“Measuring about 74 inches long and 7 inches wide,” notes Livia Gershon at Smithsonian, “the second ski is slightly larger than its mate. Both feature raised footholds. Leather straps and twisted birch bark bindings found with the skis would have been attached through holes in the footholds. The new ski shows signs of heavy wear and eventual repairs.” The two skis are not identical, “but we should not expect them to be,” says archaeologist Lars Pilø. “The skis are handmade, not mass-produced. They have a long and individual history of wear and repair before an Iron Age skier used them together and they ended up in the ice.”

The new ski answered questions the researchers had about the first discovery, such as how the ancient skis might have maintained forward motion uphill. “A furrow on the underside along the length of the ski, as you find on other prehistoric skis (and on modern cross-country skis), would solve the question,” they write, and the second ski contained such a furrow. While they may never prove that Norway invented skiing, as glacier ice melts and new artifacts appear each year, the team will learn much more about ancient Norwegian skiers and their way of life. See their current discoveries and follow their future progress at the Secrets of the Ice website and on their YouTube channel.

Related Content: 

Archaeologists Find the Earliest Work of “Abstract Art,” Dating Back 73,000 Years

Watch an Archaeologist Play the “Lithophone,” a Prehistoric Instrument That Let Ancient Musicians Play Real Classic Rock

Medieval Tennis: A Short History and Demonstration

Josh Jones is a writer and musician based in Durham, NC. Follow him at @jdmagness

Archaeologists Discover 1300-Year-Old Pair of Skis, the Best-Preserved Ancient Skis in Existence is a post from: Open Culture. Follow us on Facebook and Twitter, or get our Daily Email. And don't miss our big collections of Free Online Courses, Free Online Movies, Free eBooksFree Audio Books, Free Foreign Language Lessons, and MOOCs.

Ideas: Don't Look Back: The Myth of Orpheus

The myth of Orpheus is the oldest love story, from ancient Greece — it's the story of the power of art, a story told through opera and film, and poetry. Two thousand five hundred years later, IDEAS contributor Tom Jokinen explores why the myth of Orpheus still has such a hold on us?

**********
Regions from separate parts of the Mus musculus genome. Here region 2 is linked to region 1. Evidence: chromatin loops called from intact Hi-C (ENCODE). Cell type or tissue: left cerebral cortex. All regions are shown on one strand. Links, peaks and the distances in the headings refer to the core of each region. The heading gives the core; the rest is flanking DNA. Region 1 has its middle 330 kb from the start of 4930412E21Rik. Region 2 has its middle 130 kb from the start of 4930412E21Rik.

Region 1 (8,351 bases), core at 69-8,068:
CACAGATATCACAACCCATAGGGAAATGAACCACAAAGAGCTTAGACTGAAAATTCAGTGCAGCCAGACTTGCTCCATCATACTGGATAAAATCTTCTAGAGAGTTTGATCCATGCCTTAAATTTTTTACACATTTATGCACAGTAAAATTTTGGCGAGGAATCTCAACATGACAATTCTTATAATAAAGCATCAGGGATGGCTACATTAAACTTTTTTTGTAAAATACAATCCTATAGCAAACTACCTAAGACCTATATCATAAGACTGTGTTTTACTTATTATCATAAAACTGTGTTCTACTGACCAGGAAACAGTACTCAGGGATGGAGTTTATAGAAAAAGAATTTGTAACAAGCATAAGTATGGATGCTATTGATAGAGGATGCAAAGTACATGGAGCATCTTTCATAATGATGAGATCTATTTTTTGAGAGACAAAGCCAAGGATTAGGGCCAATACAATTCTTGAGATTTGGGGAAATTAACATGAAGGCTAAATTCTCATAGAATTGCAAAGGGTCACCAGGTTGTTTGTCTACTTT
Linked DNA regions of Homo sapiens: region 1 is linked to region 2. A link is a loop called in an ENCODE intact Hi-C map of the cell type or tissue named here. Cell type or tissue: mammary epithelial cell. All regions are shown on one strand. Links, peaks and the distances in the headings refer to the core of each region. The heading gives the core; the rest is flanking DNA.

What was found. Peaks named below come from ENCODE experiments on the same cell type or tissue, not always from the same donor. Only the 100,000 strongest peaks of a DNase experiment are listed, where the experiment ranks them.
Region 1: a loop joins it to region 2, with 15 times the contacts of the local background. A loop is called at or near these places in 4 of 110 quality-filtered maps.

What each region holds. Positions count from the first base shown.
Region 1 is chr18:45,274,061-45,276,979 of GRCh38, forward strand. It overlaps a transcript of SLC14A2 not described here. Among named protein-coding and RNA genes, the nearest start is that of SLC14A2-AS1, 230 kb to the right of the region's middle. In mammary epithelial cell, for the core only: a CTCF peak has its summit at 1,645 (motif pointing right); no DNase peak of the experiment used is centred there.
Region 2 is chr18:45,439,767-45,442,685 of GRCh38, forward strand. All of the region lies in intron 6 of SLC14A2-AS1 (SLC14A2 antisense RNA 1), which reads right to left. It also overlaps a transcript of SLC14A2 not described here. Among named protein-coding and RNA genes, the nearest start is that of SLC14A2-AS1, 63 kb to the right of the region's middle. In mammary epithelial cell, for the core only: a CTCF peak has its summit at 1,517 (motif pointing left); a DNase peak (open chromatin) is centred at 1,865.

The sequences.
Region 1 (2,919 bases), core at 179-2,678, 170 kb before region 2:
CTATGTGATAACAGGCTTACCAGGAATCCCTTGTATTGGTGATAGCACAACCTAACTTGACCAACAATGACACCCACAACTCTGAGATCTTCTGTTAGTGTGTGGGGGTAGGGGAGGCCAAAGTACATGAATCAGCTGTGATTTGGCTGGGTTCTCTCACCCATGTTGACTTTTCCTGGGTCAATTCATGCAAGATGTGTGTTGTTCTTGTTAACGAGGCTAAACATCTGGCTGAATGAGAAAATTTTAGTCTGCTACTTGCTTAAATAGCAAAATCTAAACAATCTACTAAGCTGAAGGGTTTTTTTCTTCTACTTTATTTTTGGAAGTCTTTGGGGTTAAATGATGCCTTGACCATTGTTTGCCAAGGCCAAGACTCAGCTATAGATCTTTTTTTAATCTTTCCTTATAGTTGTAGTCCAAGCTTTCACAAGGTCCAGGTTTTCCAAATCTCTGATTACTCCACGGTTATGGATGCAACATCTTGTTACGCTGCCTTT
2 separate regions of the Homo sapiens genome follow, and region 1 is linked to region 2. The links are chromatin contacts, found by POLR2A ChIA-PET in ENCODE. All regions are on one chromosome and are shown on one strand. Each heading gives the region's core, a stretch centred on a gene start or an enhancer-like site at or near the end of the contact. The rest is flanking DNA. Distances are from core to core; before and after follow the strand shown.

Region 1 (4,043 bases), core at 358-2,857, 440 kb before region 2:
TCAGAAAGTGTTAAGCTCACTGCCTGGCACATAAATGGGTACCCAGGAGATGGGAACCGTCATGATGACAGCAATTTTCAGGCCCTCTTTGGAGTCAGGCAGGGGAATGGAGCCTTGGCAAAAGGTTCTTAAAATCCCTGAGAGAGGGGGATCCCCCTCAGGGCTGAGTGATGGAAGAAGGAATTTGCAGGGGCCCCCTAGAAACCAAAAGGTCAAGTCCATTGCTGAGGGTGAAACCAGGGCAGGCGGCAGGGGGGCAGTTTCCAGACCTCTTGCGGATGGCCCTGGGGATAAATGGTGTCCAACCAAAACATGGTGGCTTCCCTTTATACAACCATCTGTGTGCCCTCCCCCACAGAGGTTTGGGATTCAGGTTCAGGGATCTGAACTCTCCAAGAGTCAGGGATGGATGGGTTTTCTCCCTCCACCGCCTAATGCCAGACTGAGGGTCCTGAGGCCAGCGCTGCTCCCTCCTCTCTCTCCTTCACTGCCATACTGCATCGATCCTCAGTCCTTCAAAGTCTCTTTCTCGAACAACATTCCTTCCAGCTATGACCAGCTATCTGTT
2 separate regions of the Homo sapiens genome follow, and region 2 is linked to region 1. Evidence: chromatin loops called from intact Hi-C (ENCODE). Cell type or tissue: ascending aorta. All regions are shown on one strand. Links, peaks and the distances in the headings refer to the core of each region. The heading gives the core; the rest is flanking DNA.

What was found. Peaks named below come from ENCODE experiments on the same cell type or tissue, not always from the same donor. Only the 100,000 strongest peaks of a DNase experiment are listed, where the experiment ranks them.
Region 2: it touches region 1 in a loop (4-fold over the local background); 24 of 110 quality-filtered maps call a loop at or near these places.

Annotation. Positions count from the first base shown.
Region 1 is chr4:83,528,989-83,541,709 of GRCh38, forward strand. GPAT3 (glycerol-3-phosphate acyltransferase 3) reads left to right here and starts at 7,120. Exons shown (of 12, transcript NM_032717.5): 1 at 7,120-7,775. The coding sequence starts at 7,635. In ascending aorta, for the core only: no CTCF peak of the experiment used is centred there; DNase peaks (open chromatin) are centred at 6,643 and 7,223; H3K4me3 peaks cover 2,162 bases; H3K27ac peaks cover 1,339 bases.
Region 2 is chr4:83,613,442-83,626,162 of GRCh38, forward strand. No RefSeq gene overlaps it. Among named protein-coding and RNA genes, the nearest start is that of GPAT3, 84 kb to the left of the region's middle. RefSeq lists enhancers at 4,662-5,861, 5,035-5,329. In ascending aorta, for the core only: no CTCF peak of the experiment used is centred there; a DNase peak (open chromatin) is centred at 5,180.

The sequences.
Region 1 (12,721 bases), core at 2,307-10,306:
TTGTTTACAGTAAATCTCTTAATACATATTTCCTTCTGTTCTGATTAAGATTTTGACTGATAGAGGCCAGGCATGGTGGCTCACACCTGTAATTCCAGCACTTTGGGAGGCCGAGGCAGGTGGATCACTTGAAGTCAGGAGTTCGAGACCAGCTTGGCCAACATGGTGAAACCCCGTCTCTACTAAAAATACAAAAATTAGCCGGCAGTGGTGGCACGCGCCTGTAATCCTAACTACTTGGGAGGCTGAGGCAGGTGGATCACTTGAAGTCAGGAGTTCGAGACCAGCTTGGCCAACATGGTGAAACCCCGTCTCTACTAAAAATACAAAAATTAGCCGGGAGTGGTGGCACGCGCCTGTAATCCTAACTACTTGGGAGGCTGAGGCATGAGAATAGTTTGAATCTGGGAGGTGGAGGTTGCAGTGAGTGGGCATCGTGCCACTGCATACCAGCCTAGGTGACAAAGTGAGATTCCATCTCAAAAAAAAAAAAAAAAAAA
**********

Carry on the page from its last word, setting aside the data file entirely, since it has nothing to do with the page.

things magazine: Thursday ephemera trawl

A collection of things. Jarvis Cocker’s Aline, Aline, a video directed by Wes Anderson. See also Anderson’s train carriage for British Pullman / farewell to Rick Jones of Fingerbobs / 2001 A Space Odyssey: Dubstep re-edit. See also 2001: A … Continue reading

Disquiet: Why, Hello There

Planet Haskell: Well-Typed.Com: Remote Interactive Course on Type-level Programming with GHC

We are offering our “Type-level programming with GHC” course again this autumn. This course is now available to book online on a first come, first served basis. If you want to book a ticket but they have sold out, please sign up to the waiting list, in case one becomes available.

Training course details

This course will be a mixture of lectures, discussions and live coding delivered via Google Meet. The maximum course size is deliberately kept small (up to 10 participants) so that it is still possible to ask and discuss individual questions. The course will be led by Andres Löh, who has more than two decades of Haskell experience and has taught many courses to varied audiences.

Type-level Programming with GHC

An overview of Haskell language extensions designed for type-level programming / how to express more properties of your programs statically

8-10th November 2021, 1930-2230 GMT (3 sessions, each 3 hours)

Other Well-Typed training courses